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Times Higher Education: interview with HUST president

On 11/9/2019, Times Higher Education released the World University Rankings 2020, which includes almost 1,400 universities from 92 countries. Institutions have been measured against 13 performance indicators across the areas of teaching, research, knowledge transfer and international outlook. Vietnam has three representatives for the first time: Hanoi University of Science and Technology (HUST) and Vietnam National University, Hanoi in the 801-1,000 band and Vietnam National University (Ho Chi Minh City) in the 1,001+ group.

On this occation, Ellie Bothwell, journalist at Times Higher Education magazine had an interview with our President, Prof. Hoang Minh Son.

“Hoang Minh Son, president of HUST, which aims to become the top research university in the south-east Asian region by 2030, says a revised higher education law that came into effect in July has ushered in a period of reform in Vietnam. Significant developments include focusing on improving the quality of universities instead of increasing student enrolment (which had been the strategy for the past decade); increasing the autonomy and accountability of institutions; and boosting international collaborations.

“Many universities are developing and strengthening international research collaboration networks as a way to enhance their capacity, their international outlook and their reputations,” he says, adding that Vietnam’s total number of international publications indexed by Clarivate Analytics’ Web of Science quintupled between 2008 and 2018. As a result, Vietnam has overtaken Indonesia to rank fourth in south-east Asia on this measure, behind Singapore, Malaysia and Thailand. Malaysia’s number of international publications tripled over the same period, while Thailand’s increased by 150 per cent.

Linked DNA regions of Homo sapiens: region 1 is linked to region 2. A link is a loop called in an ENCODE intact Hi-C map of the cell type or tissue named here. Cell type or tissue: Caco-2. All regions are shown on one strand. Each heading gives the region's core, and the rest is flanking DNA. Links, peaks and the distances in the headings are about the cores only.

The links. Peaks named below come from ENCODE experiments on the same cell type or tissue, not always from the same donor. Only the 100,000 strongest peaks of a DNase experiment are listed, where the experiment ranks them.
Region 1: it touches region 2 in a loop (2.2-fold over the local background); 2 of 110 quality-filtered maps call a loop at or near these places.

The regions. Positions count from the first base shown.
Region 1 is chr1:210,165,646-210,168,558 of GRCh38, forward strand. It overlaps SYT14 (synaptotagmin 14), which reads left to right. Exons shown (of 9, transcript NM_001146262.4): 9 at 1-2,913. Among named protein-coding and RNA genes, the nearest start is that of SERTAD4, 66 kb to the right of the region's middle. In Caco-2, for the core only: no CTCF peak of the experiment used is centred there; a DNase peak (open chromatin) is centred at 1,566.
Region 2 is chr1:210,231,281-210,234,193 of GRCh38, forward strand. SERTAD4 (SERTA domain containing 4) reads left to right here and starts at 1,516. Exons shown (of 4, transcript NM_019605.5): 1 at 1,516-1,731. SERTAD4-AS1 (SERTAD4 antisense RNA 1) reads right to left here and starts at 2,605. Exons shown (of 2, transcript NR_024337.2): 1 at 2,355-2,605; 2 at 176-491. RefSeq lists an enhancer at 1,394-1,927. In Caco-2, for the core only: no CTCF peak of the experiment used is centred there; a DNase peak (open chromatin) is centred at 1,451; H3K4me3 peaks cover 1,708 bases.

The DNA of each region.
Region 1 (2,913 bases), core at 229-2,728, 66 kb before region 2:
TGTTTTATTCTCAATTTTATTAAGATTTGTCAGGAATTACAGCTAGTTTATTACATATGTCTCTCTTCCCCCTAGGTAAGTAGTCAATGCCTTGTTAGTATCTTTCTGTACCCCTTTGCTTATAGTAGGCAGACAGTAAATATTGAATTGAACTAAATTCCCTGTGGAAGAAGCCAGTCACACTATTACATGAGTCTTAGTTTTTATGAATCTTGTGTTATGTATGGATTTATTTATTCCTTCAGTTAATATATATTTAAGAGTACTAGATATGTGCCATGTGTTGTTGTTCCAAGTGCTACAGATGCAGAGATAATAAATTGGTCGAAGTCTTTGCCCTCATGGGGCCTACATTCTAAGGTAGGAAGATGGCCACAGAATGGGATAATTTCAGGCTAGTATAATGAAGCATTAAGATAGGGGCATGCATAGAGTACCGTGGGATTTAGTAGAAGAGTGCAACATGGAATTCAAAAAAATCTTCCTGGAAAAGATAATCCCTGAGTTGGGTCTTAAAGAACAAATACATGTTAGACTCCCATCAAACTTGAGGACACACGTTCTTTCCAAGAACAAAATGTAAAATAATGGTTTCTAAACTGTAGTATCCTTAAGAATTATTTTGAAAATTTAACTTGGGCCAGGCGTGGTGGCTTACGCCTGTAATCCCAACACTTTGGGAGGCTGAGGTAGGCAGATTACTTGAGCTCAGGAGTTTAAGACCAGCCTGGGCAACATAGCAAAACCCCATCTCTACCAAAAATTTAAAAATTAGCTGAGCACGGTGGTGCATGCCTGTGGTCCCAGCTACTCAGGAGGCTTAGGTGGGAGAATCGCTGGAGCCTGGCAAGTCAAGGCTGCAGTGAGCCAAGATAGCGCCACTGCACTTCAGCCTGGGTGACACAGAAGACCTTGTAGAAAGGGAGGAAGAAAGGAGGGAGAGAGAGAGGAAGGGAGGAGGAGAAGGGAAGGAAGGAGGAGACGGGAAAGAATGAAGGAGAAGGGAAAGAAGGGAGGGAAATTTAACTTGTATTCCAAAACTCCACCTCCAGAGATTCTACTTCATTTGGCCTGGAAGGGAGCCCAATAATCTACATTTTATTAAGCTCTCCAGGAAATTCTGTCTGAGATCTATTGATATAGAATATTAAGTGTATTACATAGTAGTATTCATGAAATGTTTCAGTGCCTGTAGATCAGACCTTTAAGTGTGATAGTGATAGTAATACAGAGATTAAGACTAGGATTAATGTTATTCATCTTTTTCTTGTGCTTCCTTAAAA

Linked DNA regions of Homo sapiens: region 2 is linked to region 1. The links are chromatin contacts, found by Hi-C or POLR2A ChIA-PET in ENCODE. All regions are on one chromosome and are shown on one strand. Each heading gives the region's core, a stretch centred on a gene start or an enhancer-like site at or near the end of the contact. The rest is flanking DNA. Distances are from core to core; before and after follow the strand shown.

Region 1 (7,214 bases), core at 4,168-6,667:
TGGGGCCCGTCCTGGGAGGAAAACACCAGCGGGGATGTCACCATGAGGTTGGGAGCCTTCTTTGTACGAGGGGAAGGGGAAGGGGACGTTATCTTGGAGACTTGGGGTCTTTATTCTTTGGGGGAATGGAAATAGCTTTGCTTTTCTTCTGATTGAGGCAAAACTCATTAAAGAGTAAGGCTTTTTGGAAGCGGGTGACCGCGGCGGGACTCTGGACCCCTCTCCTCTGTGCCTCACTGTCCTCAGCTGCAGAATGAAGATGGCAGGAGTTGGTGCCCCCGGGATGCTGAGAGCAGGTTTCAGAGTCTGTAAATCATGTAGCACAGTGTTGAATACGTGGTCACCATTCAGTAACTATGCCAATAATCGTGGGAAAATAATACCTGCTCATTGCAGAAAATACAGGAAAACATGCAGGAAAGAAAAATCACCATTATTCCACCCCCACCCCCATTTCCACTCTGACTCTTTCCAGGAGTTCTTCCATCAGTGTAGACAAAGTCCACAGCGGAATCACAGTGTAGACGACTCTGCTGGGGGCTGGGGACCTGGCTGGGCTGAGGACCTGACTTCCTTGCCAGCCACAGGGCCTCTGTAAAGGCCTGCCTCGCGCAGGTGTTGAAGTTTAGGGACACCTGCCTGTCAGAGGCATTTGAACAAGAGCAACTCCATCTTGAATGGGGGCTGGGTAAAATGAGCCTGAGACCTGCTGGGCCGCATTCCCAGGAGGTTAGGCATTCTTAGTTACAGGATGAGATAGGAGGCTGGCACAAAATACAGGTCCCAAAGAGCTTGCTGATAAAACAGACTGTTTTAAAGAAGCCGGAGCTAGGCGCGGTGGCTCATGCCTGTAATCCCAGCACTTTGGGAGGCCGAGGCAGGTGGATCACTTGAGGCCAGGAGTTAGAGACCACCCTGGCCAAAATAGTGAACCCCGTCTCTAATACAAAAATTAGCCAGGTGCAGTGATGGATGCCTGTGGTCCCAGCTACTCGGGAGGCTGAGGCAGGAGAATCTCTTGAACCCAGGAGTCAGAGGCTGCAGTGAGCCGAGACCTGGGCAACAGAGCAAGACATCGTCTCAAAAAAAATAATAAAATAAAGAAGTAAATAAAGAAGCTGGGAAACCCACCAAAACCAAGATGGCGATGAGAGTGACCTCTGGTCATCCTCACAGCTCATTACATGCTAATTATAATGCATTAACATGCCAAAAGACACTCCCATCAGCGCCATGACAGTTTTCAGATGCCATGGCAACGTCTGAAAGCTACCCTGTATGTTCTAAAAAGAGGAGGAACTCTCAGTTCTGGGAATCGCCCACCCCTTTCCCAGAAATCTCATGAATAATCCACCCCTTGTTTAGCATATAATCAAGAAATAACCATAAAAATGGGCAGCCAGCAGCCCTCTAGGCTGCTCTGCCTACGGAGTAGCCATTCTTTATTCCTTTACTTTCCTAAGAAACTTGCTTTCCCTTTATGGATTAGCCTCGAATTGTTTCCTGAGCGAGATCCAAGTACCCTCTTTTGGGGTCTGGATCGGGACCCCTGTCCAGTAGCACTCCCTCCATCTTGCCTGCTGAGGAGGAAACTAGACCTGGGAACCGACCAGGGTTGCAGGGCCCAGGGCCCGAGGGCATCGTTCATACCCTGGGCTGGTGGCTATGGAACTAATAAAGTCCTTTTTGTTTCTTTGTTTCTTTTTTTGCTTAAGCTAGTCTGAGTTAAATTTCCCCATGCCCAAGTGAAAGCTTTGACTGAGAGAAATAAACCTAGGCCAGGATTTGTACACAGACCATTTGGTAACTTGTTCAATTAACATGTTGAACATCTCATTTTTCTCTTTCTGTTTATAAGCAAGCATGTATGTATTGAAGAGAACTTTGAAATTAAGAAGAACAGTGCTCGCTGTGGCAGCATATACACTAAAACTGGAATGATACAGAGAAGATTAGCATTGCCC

Son says that as part of the move to bolster university autonomy, the government’s higher education funding model will switch from a block grant system to one based on performance and competition.

“As a consequence, it can be foreseen that the gap between strong and weak universities will grow bigger,” he says.

One of the main challenges for Vietnamese universities, Son explains, is that the state spends only 0.25 per cent of its gross domestic product on higher education – one of the lowest shares for a country at its level of development. And while this paucity of investment has led institutions to propose raising tuition fees in a bid to improve quality, most families in Vietnam cannot afford to pay bigger bills, he says.”

Entire article can be read here: bit.ly/THEWURinterview 

Photo: Duy Thanh


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